“I will rejoice in the Lord. I will rejoice in the God of my deliverance.”
It is well that our nation has an annual holiday that prompts expressions of gratitude. Expressions of thanksgiving rarely well-up in the hearts of many people. It is not a natural impulse many days. Inhibitions to thankfulness are abundant – war, hunger, poverty, crime and loneliness. Each results in fear and a scramble for basic survival. Our lives are fragmented. So, Thanksgiving Day each November prompts us to spontaneous joy and gratitude.
For some, we wonder if it is quite seemly to give thanks for what we have when others have not. It is nice to wish that the world has every reason to be thankful as we. But it is not true. Yet, Jesus provides us with an example. Jesus lived in the midst of poverty. The Palestine of his day was not flowing with sufficient food and basic necessities. There were people who could not pray with thankful hearts. Abundance simply wasn’t a familiar experience in their lives. But this did not stop Jesus from giving thanks before each meal. And it just may be that Jesus’ thankfulness became a plea for others to have the same ground for thankfulness.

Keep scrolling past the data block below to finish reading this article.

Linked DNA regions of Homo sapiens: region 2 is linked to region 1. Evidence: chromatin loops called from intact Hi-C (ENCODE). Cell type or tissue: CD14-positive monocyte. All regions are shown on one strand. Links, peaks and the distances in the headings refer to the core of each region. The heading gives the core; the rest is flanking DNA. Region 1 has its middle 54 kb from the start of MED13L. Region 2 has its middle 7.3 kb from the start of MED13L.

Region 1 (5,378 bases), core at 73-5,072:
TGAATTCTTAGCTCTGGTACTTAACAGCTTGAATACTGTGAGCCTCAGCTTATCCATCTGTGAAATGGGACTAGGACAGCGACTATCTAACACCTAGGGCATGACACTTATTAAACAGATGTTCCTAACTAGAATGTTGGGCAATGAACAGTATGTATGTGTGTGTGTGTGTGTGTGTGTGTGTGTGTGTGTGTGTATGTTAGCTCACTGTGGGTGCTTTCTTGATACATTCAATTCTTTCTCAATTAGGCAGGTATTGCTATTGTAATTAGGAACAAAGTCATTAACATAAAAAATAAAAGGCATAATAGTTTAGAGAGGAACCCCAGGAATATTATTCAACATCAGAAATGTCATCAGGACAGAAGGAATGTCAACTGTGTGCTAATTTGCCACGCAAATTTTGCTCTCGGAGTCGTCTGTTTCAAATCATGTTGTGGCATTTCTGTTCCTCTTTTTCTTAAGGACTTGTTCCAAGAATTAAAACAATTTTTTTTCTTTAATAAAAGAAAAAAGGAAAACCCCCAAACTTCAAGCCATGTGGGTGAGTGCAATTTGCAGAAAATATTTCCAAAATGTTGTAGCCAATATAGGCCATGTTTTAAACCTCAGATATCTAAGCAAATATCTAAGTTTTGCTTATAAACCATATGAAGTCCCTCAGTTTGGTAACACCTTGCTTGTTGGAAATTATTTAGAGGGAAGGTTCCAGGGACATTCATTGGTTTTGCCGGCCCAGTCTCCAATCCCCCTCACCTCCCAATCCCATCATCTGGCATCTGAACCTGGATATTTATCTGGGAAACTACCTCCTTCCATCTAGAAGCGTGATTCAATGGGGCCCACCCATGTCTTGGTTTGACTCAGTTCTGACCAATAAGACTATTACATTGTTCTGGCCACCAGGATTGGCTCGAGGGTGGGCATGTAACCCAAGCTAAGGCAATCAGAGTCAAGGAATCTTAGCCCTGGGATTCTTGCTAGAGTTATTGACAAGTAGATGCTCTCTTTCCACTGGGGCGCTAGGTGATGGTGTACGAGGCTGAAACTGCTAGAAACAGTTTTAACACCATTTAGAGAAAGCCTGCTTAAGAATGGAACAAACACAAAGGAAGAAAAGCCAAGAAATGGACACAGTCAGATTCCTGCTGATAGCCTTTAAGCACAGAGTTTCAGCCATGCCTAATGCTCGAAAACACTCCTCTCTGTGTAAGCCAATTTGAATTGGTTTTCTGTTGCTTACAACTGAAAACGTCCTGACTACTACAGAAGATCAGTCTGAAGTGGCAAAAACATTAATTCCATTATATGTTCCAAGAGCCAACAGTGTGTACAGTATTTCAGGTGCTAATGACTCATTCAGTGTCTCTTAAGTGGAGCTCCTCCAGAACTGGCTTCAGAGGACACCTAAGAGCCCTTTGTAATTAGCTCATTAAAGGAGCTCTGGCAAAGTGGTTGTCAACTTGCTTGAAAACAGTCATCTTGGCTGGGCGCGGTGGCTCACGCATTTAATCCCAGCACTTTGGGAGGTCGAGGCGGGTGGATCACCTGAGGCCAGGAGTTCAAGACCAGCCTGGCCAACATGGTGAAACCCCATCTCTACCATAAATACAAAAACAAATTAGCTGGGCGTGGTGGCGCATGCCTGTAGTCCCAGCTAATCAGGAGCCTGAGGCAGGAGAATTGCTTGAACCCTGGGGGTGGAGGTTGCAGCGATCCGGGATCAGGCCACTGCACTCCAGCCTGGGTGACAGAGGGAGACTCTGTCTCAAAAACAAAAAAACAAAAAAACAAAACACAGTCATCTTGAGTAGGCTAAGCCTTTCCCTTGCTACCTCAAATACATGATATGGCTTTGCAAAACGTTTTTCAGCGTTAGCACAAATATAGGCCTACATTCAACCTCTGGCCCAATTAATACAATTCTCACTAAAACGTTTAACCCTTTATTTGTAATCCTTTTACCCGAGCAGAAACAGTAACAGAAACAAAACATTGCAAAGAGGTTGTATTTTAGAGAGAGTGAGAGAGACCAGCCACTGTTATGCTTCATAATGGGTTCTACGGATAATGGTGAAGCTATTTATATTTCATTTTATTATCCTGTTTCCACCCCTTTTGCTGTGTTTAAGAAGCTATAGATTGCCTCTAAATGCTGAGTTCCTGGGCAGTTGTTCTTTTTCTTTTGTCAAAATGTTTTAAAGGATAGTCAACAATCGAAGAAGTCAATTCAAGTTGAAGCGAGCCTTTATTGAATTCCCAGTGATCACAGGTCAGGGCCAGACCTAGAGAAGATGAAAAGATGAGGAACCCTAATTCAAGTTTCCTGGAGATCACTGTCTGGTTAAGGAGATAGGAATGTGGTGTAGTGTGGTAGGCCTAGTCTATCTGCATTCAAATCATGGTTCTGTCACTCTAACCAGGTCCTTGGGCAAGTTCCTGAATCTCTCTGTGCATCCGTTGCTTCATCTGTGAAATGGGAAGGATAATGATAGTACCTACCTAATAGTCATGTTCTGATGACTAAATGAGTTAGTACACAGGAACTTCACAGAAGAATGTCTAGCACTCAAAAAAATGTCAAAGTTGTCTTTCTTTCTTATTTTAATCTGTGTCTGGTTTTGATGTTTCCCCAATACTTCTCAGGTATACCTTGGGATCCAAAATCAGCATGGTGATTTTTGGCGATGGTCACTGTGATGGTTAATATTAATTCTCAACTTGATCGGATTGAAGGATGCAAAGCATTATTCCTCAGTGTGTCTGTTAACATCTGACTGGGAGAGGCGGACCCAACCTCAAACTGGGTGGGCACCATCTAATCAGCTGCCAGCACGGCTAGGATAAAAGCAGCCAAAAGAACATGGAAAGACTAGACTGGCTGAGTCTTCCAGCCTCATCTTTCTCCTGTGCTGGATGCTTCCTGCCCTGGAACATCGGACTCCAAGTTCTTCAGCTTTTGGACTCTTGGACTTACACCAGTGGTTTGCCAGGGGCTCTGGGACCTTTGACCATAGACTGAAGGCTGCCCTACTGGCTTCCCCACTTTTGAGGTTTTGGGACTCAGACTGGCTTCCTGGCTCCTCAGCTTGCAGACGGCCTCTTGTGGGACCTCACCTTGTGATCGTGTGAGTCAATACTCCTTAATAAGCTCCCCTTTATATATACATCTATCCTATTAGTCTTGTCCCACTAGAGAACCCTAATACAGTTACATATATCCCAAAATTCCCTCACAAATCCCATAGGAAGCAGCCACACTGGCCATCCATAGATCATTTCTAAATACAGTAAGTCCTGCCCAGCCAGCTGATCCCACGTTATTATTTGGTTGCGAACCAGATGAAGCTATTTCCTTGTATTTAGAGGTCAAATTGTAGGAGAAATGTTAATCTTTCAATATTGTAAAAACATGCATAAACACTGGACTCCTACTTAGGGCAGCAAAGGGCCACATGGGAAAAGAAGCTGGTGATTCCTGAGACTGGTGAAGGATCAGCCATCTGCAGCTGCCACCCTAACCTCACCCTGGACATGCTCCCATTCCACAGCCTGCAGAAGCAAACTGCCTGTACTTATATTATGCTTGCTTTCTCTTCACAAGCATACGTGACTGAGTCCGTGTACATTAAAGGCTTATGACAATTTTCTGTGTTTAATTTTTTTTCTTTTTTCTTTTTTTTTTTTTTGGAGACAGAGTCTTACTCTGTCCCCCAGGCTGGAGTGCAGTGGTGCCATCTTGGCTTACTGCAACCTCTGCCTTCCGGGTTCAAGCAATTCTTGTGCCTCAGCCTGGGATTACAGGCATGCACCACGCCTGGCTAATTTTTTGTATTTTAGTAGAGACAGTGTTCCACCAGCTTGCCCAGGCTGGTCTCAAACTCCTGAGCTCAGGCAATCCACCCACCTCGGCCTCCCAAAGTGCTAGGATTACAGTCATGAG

What is remarkable about these words of gratitude from Habakkuk is where they are located. They immediately follow considerable disappointment. “Though the fig tree doesn’t bloom, and there’s no produce on the vine; though the olive crop withers, and the fields don’t provide food; though the sheep is cut off from the pen, and there is no cattle in the stalls; I will rejoice in the Lord.” Here, there is nothing but stark loss. But Habakkuk gives thanks nonetheless.
Habakkuk prompts us to trust in the Lord even when there seems to be little reason to do so. Seasons appear in any life when experience seems to deny any reason for gratitude. The crops have failed and livestock appear to be in short supply. But rather than focusing on the immediate, Habakkuk takes a longer view of life. The source of gratitude is not on the present but in the certainty of God’s promises. Habakkuk reminds us that we belong to a God who is at work in history, reconciling all things and securing wholeness; a God who will not rest until we have received deliverance from all that seeks to destroy us.